Video Shows Bear Breaking Into California Cabin and Living There Comfortably For 10 Days, Causing Mayhem
The owners were on vacation, so the bear moved in.
Video footage taken in Tulare County, California shows a gigantic bear repeatedly breaking into a house and making itself at home. The owners of the house were on vacation when the bear decided to invade the premises and help itself to food. Security cameras show the bear happily feasting on food in the kitchen and causing chaos. "I live in California Hot Springs and when I was away for vacation a bear broke in five times in ten days and eating, resting, and playing in my home," the owners said. Here's what the footage showed.
The cabin owners say they were on vacation and left the house empty for ten days. A local bear broke in five times over that period and caused absolute havoc in the house. Footage shows the bear going through the kitchen, eating absolutely anything it can get its paws on and causing a giant mess. At one point, the bear even lies down in the kitchen, surrounded by food, and appears to be taking a catnap. Keep reading to learn more and see the video.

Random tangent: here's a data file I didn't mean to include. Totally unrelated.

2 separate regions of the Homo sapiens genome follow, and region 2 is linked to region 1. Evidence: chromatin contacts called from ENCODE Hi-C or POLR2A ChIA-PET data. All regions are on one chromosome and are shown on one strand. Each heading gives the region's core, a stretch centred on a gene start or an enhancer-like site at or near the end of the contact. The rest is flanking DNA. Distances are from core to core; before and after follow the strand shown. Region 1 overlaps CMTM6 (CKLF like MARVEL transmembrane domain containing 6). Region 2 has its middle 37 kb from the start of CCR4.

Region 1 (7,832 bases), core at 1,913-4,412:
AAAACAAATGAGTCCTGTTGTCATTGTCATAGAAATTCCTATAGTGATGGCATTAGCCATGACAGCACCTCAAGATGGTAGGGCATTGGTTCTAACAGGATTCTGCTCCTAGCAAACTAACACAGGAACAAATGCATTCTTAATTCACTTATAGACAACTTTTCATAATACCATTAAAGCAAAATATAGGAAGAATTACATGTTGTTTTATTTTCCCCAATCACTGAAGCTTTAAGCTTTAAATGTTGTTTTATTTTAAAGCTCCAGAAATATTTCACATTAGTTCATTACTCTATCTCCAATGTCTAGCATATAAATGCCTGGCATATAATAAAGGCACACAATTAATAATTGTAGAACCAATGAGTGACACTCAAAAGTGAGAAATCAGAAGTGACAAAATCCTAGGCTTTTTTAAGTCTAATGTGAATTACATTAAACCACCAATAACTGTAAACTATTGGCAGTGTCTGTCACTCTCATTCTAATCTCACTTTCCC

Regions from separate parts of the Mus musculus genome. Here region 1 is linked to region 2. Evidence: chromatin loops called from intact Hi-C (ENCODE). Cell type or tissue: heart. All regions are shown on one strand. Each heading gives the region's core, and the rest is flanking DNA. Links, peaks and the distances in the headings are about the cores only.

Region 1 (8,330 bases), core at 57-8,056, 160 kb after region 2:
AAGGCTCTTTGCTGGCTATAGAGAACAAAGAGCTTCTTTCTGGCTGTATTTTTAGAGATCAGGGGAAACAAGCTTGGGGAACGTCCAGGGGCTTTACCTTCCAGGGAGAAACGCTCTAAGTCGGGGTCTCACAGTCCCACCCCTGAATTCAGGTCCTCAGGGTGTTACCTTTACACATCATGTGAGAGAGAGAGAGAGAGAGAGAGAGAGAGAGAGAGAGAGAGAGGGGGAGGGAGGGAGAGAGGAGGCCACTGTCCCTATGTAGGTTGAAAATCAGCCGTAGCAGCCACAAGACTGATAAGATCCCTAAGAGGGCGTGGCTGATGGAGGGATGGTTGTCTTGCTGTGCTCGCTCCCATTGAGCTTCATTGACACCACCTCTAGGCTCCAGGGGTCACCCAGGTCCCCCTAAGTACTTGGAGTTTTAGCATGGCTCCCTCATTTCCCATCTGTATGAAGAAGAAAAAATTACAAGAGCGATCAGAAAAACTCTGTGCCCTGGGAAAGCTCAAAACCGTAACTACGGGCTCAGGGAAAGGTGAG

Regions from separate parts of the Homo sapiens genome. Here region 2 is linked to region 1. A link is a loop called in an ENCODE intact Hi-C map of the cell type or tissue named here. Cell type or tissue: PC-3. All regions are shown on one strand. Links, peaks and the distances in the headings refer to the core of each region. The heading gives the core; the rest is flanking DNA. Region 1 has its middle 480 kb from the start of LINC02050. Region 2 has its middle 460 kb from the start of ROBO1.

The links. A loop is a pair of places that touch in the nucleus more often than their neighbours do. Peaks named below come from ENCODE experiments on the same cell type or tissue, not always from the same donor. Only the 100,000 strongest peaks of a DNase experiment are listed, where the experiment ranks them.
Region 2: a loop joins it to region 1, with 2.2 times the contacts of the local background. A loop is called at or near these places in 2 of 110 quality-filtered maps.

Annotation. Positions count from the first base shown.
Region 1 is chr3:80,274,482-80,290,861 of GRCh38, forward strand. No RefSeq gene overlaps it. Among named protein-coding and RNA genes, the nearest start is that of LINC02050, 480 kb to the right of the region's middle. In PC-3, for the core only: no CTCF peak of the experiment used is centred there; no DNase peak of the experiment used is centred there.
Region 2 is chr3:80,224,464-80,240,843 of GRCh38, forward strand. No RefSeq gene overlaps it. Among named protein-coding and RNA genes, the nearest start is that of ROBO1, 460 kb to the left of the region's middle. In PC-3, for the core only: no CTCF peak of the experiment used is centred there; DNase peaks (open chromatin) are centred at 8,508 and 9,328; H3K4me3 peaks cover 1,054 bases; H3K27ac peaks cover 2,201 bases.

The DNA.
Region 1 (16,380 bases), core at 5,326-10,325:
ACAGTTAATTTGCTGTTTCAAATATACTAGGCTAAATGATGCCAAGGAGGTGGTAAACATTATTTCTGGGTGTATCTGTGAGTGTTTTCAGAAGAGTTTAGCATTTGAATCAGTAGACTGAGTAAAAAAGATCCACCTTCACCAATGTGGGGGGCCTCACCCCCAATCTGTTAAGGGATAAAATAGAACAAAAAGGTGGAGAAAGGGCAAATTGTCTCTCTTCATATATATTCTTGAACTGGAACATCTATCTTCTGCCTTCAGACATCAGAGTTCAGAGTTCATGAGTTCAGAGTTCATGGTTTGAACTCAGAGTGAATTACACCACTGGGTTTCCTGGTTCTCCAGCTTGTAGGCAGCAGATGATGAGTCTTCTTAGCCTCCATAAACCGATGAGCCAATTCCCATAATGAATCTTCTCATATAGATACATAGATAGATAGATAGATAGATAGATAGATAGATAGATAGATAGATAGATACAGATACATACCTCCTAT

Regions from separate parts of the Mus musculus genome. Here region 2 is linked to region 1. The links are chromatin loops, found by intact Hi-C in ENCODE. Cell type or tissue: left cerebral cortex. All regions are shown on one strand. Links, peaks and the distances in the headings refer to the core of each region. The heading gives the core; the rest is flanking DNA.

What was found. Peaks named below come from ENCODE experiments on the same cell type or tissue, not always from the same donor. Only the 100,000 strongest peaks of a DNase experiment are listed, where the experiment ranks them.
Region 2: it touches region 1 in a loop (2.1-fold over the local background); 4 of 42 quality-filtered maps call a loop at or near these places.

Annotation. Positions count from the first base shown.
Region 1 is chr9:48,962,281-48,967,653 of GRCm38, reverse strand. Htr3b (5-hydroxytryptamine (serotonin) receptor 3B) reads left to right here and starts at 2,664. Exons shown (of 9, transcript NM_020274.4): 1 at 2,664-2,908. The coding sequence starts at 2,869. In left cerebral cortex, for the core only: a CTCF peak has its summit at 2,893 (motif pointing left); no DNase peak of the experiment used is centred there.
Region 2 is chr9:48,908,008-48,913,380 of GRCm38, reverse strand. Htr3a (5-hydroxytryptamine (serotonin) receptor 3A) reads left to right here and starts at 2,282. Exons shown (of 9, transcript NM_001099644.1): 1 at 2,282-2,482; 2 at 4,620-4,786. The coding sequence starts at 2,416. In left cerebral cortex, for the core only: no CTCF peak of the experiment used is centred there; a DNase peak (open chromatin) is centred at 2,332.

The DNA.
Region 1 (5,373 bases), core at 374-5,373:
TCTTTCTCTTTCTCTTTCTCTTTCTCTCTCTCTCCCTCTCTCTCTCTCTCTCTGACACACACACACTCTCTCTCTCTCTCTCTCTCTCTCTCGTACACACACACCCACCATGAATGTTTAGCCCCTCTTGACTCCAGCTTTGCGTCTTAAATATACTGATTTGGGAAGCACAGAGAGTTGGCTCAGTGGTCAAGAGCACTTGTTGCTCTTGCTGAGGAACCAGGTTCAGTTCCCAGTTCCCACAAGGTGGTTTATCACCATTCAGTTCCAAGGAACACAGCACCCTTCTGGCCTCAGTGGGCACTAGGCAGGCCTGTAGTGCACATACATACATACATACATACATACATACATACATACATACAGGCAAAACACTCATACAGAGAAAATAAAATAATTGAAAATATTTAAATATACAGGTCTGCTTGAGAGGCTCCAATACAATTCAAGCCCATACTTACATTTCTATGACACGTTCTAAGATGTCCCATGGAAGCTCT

Bears breaking into homes in California is not an unusual event: One 500-pound black bear known locally as Yogi, Chunky, Hank the Tank, Jake, or The Big Guy broke into 30 Lake Tahoe homes in seven months in search of food. "He's on a mission. You can tell he likes to eat," says Ann Bryant, who oversees the advocacy group Bear League. "The Big Guy likes to eat where it's easy to get food, and he doesn't like to forage."
"I would love to see this guy go to a sanctuary," says Katherine Borges, a long-time South Lake Tahoe resident. "Everybody wants the bear to be someplace else. Most people love our bears and we don't want to kill them." Efforts to trap the bear have so far been unsuccessful. "Adult bears may be poor candidates for placement [in a sanctuary] due to the chronic stress of adjusting to captivity after living in only wild conditions," says the Department of Fish and Wildlife.
Some locals think the Tahoe bear should just be left alone. "To kill the bear because we didn't secure our own garbage just rubs everyone the wrong way," says Brooke Laine (who doesn't live in the same neighborhood as the bear). "The bears just got used to having plentiful food at their disposal… We care how we treat wildlife. We care about that deeply. We do everything we can as citizens to protect our environment. Euthanizing a bear that is not harmful to humans is a disservice to wildlife."
"Black bear encounters resulting in human injury are rare in California, but can occur. Bears – like most animals – can be unpredictable," says the California Department of Fish and Wildlife. "Most black bear attacks are defensive in nature because it has been startled or scared, or protecting cubs. In some cases, a food conditioned, or habituated bear may become too bold and act aggressively towards people. Each situation is different. Prevention is the key."